Okay, I'm almost halfway through this epic 418-pager and already feel I'm taking quite a long while finishing it up...not finishing, rather I should say, devouring! Since I'm traveling, it's a little difficult for me to make time for reading right now, but I'm trying as hard as I can as I'm simply loving the book! A full review shall follow soon, for now here's what the cover says. And since the cover jacket does not say anything about what the book is about, I'll also add in the note from the author that's more of a disclaimer....Read on!
The Great Indian Novel by Shashi Tharoor
'An entertaining tour de force' - Sunday Times
Shashi Tharoor reinvents India with a dazzling marriage of Hindu myth and modern history...
' Perhaps the best work of fiction written by an Indian' - Khushwant Singh, All Asia Review of Books
'This is [a] fascinating novel. It made me sit up' - P.Lal, Telegraph
'The Great Indian Novel is a masterpiece of Indian writing' - Sunday Observer
'Shashi Tharoor's brilliantly written book.....merits to be called a classic' - The Hindu
'Every sane Indian should buy a copy of this book' - Indian Express
'A brilliant concept, well executed and something in it for everyone' - The Book Review
'The Great Indian Novel might upset a few people, but more than that it will entertain and amuse' - Bombay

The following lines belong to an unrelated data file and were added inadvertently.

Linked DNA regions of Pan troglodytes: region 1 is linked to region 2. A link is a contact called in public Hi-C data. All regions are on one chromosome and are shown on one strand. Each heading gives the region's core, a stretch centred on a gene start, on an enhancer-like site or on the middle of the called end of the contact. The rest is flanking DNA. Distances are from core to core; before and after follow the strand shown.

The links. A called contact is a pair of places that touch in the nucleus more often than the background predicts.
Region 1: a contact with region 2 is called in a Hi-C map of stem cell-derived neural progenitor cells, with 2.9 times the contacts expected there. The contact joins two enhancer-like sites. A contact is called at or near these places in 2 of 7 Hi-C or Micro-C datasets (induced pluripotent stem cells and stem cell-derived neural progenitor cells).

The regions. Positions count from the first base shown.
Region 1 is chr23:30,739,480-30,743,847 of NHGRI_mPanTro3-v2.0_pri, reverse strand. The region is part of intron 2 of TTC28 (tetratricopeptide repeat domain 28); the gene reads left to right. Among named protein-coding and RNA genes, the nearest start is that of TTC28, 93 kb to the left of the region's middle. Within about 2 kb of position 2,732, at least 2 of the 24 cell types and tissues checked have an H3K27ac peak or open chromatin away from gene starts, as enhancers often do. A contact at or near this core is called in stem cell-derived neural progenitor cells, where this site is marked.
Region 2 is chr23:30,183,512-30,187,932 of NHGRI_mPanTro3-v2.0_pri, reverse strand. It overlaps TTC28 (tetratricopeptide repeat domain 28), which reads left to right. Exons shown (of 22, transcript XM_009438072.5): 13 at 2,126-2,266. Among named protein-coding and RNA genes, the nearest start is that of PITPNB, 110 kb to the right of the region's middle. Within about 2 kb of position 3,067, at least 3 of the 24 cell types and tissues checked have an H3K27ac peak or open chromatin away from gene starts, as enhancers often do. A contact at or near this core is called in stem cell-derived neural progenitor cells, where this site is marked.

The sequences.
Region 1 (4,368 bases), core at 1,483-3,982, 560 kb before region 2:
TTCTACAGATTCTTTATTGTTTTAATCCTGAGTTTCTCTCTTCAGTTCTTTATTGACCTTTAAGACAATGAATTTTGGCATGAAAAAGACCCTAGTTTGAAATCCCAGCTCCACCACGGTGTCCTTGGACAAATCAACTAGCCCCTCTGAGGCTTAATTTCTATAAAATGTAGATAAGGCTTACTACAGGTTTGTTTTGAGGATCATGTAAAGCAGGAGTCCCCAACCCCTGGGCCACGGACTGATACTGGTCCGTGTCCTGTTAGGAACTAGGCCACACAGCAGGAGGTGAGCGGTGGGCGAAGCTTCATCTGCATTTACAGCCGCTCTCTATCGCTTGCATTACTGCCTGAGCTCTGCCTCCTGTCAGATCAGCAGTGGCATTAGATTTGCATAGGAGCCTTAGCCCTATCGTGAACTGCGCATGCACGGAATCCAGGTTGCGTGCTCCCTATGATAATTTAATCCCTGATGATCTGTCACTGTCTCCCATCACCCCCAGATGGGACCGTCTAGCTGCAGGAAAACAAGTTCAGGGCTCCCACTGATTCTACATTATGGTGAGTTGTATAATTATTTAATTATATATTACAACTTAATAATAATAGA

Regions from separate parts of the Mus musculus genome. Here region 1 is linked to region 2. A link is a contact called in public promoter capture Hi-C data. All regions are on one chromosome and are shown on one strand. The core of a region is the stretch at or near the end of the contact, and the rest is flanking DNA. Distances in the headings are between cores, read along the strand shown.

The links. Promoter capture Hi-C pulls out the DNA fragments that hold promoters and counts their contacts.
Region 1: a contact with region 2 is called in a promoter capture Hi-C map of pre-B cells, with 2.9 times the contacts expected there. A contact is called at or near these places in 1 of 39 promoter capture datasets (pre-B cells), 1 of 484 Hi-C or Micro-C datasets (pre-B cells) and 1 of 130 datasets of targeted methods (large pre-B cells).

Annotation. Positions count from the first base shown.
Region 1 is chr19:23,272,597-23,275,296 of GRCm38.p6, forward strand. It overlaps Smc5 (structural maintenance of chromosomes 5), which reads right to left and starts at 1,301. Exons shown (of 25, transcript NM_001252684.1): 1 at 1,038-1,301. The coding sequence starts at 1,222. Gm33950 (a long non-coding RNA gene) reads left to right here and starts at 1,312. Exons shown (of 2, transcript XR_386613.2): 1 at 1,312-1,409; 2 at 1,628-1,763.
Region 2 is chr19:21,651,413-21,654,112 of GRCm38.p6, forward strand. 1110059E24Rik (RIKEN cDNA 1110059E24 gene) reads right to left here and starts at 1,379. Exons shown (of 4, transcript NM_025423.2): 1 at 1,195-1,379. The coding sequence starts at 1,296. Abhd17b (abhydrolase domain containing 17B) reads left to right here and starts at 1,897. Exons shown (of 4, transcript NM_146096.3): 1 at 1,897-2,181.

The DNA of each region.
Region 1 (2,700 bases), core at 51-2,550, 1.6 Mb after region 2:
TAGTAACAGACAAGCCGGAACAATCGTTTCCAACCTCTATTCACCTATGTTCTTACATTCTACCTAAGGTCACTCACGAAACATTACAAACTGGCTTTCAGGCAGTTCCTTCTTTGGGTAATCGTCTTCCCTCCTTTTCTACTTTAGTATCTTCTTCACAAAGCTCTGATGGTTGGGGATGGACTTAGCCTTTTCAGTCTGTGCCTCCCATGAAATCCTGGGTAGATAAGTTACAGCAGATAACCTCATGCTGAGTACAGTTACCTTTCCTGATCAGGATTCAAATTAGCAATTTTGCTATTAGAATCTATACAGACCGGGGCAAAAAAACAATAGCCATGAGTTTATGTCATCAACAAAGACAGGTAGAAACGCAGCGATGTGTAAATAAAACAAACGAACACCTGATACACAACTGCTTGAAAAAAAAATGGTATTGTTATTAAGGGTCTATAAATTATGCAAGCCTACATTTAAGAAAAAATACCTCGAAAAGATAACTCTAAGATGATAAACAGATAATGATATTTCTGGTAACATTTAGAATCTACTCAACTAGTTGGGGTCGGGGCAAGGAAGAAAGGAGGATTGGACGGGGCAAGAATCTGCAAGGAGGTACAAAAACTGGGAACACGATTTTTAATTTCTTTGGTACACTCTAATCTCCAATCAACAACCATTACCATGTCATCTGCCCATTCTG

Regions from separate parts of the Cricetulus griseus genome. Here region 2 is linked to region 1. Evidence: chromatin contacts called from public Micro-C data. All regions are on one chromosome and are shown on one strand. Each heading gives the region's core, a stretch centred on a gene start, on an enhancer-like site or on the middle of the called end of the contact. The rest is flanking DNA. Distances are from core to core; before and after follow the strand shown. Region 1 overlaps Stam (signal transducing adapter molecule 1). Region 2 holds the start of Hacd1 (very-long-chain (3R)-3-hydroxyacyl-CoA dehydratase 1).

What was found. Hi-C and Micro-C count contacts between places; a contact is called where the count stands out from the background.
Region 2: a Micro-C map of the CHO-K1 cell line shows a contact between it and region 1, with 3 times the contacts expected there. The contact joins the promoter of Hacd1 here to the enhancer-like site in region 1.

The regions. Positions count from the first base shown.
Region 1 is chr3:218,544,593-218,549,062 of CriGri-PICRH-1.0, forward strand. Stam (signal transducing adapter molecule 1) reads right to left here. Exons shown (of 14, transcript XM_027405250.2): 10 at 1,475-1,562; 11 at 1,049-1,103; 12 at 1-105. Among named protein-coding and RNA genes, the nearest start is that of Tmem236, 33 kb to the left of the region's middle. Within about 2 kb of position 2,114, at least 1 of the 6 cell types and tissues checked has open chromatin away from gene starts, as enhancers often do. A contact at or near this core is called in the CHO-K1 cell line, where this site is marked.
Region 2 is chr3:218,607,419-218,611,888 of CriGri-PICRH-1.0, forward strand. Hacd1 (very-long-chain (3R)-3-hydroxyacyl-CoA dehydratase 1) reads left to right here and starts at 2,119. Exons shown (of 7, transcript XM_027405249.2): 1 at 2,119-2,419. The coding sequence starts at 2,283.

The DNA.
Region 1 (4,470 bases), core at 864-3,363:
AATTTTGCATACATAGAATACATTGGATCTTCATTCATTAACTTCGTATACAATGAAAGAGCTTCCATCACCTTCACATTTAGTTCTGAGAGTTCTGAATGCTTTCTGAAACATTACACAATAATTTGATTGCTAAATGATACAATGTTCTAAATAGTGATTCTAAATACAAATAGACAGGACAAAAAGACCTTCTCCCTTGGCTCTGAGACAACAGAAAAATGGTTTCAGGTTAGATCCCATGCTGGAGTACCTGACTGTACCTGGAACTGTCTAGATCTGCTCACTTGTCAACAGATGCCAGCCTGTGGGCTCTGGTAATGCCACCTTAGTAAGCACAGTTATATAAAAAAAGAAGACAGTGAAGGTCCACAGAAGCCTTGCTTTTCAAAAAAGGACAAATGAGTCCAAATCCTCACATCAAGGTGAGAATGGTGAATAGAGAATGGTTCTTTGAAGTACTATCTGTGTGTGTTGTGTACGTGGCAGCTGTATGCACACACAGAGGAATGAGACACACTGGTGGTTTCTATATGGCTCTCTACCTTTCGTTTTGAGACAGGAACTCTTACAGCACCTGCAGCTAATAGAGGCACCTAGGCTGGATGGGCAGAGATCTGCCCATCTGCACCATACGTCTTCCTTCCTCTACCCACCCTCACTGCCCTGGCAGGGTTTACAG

'Certainly a Great Indian Novel....An almost reckless sense of humour, mixed with considerable wisdom' - Sunday Herald
'A real tour de force only an Indian could write' - Financial Times
'Eminently readable' - Debonair
ABOUT THE TITLE
A hasty note of disclaimer is due to those readers who may feel, justifiably, that the work that follows is neither great, nor authentically Indian, nor even much of a novel. The Great Indian Novel takes its title not from the author's estimate of its contents but in deference to its primary source of inspriation, the ancient epic the Mahabharata. In Sanskrit, Maha means great and Bharata means India.
Many of the characters, incidents and issues in the novel are based on people and events described in the great epic the Mahabharata, a work that remains a perennial source of delight and inspiration to millions in India. I am no Sanskrit scholar and have therefore relied only on a highly subjective reading of a variety of English translations of the epic. I should like to acknowledge, in particular, my debt to the versions of of C. Rajagopalachari and P.Lal, respectively the most readable renderings of of what scholars call the southern and northern rescensions of the work. The two differ sufficiently in approach, style and narrative content to be complementary, even though they both deal with essential aspects of the same story. I have relied greatly on both of them.
While some scenes in The Great Indian Novel are recastings of situations described in translations of the Mahabharata. I have taken far too many liberties with the epic to associate any of its translations with my sins. Those readers who wish to delve into the Mahabharata itself in search of the sources of my inspiration need look no further than Lal's 'transcreation', Rajagopalachari's episodic saga or Prof. J A B Van Buitenen's scholarly, thorough but incomplete translation for the University of Chicago Press. While this novel was with the publishers I also discovered Jean-Claude Carriere's stage script of the Mahabharata in Peter Brooke's most readable translation, and recommend it highly. The responsibility for this entirely fictional version is of course mine alone.
- Debolina Raja Gupta